Chaos In The House

The battle to succeed Speaker John Boehner following his sudden resignation just took another surprising turn when his would-be successor, Majority Leader Kevin McCarthy (R-California), suddenly dropped out of the race when he came under fire from the party's most extreme right wing for not being conservative enough.

This is certain to move the House GOP leadership farther to the right and away from the overwhelming majority of Jewish voters.

When it comes to the Jewish community, Republicans are essentially a one-issue party. Boehner, like many in his caucus, has been a strong supporter of Israel, but on the domestic agenda there’s a precipitous drop in appeal.

The Freedom Caucus only counts about 40 of the 247 Republicans in this Congress, but they are holding the rest of their colleagues hostage.  The next speaker needs 218 votes to get the job but without the other 40 he is likely to face the same fate that drove Boehner to quit mid-term.  

They sent him home with growing rebellion, demands that he go along with their most extreme positions, including shutting down the government over Planned Parenthood funding and threatening the full faith and credit of the U.S. government by refusing to raise the federal debt limit to allow the government to keep paying its debts that this and other Congresses have incurred.

Boehner's final straw was the far right's demand to shut down the government unless federal funding for Planned Parenthood were eliminated. Although not a federal cent going to the organization pays for abortions, that was irrelevant to the conservatives who decided to make that their big wedge issue against Democrats.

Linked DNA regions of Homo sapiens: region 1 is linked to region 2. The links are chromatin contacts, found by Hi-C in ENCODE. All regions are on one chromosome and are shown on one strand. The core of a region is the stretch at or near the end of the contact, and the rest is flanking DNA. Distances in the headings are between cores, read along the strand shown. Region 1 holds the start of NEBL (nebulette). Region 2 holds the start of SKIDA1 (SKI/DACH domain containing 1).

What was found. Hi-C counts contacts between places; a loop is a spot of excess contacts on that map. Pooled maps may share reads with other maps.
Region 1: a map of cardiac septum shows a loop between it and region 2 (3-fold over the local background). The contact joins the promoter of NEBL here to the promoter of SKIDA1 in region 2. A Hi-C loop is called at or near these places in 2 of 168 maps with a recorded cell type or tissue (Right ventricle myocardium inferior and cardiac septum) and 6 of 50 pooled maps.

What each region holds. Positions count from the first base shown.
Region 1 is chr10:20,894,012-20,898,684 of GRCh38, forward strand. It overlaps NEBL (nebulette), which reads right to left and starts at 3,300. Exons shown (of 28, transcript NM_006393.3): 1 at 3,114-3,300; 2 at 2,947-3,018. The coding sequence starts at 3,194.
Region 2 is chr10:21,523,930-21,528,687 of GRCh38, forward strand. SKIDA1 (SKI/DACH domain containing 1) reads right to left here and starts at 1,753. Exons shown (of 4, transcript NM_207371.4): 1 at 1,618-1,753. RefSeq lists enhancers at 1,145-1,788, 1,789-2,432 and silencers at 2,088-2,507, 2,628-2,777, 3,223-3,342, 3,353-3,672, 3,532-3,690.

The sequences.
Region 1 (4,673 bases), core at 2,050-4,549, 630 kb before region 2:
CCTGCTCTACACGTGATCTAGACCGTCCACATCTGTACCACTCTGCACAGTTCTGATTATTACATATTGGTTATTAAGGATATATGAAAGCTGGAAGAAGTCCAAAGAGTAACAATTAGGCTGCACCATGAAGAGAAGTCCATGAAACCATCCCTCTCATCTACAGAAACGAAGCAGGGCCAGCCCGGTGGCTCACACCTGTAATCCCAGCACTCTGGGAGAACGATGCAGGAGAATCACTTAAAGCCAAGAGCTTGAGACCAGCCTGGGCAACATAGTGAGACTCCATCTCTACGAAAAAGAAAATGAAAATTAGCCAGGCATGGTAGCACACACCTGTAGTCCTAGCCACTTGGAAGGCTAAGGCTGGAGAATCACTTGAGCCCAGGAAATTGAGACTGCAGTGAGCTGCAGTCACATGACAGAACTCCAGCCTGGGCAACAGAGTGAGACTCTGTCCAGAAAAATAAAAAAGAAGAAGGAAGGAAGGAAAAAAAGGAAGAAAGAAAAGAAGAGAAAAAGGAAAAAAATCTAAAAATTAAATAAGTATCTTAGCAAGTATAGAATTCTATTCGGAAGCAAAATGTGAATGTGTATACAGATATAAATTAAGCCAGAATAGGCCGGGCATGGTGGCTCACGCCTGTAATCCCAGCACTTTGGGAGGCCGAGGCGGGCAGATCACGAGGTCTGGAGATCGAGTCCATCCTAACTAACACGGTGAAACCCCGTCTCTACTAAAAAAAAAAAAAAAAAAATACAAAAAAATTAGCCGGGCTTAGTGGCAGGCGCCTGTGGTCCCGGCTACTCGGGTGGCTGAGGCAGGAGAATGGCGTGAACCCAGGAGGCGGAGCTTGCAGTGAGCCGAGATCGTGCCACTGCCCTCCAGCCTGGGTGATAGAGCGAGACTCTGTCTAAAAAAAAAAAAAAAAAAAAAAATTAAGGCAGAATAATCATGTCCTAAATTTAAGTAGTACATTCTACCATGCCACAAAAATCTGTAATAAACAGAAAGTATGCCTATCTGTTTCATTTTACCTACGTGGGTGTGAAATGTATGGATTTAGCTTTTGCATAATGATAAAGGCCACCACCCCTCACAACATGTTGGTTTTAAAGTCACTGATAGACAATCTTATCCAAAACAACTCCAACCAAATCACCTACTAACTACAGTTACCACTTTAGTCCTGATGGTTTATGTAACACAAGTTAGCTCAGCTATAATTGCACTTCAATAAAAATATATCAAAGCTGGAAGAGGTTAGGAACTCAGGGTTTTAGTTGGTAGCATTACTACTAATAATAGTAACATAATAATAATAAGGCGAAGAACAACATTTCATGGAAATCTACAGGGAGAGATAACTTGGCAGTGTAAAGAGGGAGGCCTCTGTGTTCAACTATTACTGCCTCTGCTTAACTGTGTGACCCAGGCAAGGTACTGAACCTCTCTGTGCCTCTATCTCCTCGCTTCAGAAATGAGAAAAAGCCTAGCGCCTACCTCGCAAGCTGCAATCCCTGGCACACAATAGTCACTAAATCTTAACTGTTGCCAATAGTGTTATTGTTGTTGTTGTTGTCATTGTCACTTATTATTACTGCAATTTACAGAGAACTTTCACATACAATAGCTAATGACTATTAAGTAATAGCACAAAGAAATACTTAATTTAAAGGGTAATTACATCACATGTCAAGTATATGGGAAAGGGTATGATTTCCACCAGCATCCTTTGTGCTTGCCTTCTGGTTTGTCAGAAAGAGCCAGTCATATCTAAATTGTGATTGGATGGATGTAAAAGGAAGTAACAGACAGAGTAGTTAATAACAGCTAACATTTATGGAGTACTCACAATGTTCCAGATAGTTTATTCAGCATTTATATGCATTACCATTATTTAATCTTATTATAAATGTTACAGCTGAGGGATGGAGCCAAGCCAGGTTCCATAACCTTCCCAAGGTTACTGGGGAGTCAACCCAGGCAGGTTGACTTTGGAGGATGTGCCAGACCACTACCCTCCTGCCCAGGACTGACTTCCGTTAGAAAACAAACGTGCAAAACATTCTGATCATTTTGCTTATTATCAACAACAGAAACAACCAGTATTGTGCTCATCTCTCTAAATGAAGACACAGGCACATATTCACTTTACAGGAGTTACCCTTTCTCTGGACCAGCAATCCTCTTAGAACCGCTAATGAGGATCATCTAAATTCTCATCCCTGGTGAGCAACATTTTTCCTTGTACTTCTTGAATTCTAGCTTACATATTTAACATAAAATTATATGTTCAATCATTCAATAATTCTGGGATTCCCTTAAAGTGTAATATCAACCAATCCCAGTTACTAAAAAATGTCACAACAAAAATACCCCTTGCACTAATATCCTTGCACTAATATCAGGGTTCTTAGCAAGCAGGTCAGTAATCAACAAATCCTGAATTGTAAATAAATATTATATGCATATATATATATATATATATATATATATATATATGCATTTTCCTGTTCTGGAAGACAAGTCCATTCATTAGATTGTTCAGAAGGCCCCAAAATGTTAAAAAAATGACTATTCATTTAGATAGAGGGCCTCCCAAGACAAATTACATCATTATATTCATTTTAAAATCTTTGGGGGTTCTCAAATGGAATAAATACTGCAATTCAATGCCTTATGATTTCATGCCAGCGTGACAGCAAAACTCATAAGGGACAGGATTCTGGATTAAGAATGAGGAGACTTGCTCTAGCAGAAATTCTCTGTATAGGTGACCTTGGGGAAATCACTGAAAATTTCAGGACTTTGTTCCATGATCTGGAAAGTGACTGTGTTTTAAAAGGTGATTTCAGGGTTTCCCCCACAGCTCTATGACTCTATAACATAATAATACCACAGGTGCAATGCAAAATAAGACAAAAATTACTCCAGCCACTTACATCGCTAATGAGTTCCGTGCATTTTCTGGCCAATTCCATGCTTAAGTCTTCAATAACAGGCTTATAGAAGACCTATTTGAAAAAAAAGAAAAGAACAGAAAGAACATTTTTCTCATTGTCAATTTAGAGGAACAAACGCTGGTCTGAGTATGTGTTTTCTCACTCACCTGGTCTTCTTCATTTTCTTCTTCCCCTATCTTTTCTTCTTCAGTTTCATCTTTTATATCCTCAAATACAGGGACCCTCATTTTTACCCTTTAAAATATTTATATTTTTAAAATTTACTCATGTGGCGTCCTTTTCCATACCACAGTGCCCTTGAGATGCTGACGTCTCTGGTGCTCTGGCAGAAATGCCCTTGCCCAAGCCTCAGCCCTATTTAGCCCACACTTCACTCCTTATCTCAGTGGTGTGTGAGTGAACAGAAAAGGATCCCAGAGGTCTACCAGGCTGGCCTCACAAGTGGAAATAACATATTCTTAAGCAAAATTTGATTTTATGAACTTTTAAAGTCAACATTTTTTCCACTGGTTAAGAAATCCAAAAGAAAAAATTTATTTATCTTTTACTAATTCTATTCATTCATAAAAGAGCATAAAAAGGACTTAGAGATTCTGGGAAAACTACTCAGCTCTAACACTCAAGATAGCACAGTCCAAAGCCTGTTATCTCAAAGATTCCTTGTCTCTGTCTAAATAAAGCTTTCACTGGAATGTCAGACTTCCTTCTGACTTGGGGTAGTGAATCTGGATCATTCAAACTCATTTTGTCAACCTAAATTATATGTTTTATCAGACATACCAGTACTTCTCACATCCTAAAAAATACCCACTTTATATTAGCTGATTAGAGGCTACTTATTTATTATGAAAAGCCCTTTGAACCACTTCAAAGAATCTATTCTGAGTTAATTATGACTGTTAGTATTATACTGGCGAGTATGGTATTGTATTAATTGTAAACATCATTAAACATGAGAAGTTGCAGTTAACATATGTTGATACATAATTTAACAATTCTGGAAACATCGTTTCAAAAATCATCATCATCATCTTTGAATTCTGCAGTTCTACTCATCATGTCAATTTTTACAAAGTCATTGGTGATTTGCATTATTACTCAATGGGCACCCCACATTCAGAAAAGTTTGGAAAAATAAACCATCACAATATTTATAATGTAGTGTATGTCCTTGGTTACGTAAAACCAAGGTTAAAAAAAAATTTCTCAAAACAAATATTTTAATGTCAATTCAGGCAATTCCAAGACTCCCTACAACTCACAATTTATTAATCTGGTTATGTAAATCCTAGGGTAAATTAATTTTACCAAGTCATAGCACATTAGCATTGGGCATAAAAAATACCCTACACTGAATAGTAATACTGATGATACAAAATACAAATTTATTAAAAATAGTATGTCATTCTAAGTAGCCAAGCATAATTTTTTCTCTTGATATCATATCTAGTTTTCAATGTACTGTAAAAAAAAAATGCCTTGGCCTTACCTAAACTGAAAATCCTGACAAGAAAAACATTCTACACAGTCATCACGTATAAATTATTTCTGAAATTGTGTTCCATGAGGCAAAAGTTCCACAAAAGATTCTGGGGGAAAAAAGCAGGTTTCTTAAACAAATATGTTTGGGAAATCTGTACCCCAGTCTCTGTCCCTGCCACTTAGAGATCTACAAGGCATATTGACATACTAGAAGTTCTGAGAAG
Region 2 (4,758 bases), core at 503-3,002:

By three-to-one margins, Jewish voters support a woman’s right to abortion, contraception and family planning.

The influential “values voters” of the religious Right are demanding that the next speaker and the next GOP presidential candidate share their uncompromising views on abortion, gay marriage and other hot button social issues.

Similar wide gaps between the far right and the Jewish mainstream also exist on issues like global warming, environmental and consumer protection, health care reform, Medicare and Social Security funding, immigration reform, aid to education, food stamps and more.

The sword the extremists hold over more pragmatic conservatives is a threat of primary challenges from the farther right. For proof they point to former Rep. Eric Cantor, the majority leader who wasn’t conservative enough for the tea-baggers and was soundly defeated by a GOP primary challenger from the farther right, David Brat. That left his colleagues stunned and scared of similar fates.

Ironically, had Cantor paid more attention to his district, he might today be the first Jewish speaker in history. He was the only Jewish Republican in the 113th Congress and the highest-ranking Jew ever in either the House or Senate.

The GOP can count on a substantial segment of Orthodox Jewish voters, a small but growing minority who identify with their hardline positions on Israel and on domestic social issues. But how much farther the party can move toward the extreme right and still retain support of wealthy Jewish conservatives who have been bankrolling it remains to be seen.

The greatest challenge facing the next speaker will be healing the rift between the pragmatic conservatives and the scorched-earth conservatives. When Republicans won control of both the House and Senate after last year’s election they said it was an opportunity show the nation they could govern and their key to winning back the White House.

Instead they've been moving rapidly in the opposite direction.

About the Author
Douglas M. Bloomfield is a syndicated columnist, Washington lobbyist and consultant. He spent nine years as the legislative director and chief lobbyist for AIPAC.
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